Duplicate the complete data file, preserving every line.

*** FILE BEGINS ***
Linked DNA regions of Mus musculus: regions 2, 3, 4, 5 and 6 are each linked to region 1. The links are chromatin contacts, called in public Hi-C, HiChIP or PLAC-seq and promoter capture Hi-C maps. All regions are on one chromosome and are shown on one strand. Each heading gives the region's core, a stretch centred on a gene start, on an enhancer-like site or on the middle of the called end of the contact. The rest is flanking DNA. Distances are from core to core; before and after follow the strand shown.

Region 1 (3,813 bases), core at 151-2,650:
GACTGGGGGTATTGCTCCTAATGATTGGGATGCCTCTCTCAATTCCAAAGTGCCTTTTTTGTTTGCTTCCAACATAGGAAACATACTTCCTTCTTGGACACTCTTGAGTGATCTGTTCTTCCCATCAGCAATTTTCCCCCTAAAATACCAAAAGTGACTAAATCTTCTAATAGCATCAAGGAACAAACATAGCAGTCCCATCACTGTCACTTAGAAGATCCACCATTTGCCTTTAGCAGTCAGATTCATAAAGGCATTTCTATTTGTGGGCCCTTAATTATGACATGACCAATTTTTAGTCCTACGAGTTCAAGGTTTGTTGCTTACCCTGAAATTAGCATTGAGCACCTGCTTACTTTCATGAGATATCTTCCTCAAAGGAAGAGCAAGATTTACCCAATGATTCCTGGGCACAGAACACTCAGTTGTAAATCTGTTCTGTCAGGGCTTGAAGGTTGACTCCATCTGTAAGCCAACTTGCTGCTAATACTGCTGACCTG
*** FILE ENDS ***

Linked DNA regions of Mus musculus: regions 2, 3, 4, 5 and 6 are each linked to region 1. The links are chromatin contacts, called in public Hi-C, HiChIP or PLAC-seq and promoter capture Hi-C maps. All regions are on one chromosome and are shown on one strand. Each heading gives the region's core, a stretch centred on a gene start, on an enhancer-like site or on the middle of the called end of the contact. The rest is flanking DNA. Distances are from core to core; before and after follow the strand shown.

Region 1 (3,813 bases), core at 151-2,650:
GACTGGGGGTATTGCTCCTAATGATTGGGATGCCTCTCTCAATTCCAAAGTGCCTTTTTTGTTTGCTTCCAACATAGGAAACATACTTCCTTCTTGGACACTCTTGAGTGATCTGTTCTTCCCATCAGCAATTTTCCCCCTAAAATACCAAAAGTGACTAAATCTTCTAATAGCATCAAGGAACAAACATAGCAGTCCCATCACTGTCACTTAGAAGATCCACCATTTGCCTTTAGCAGTCAGATTCATAAAGGCATTTCTATTTGTGGGCCCTTAATTATGACATGACCAATTTTTAGTCCTACGAGTTCAAGGTTTGTTGCTTACCCTGAAATTAGCATTGAGCACCTGCTTACTTTCATGAGATATCTTCCTCAAAGGAAGAGCAAGATTTACCCAATGATTCCTGGGCACAGAACACTCAGTTGTAAATCTGTTCTGTCAGGGCTTGAAGGTTGACTCCATCTGTAAGCCAACTTGCTGCTAATACTGCTGACCTG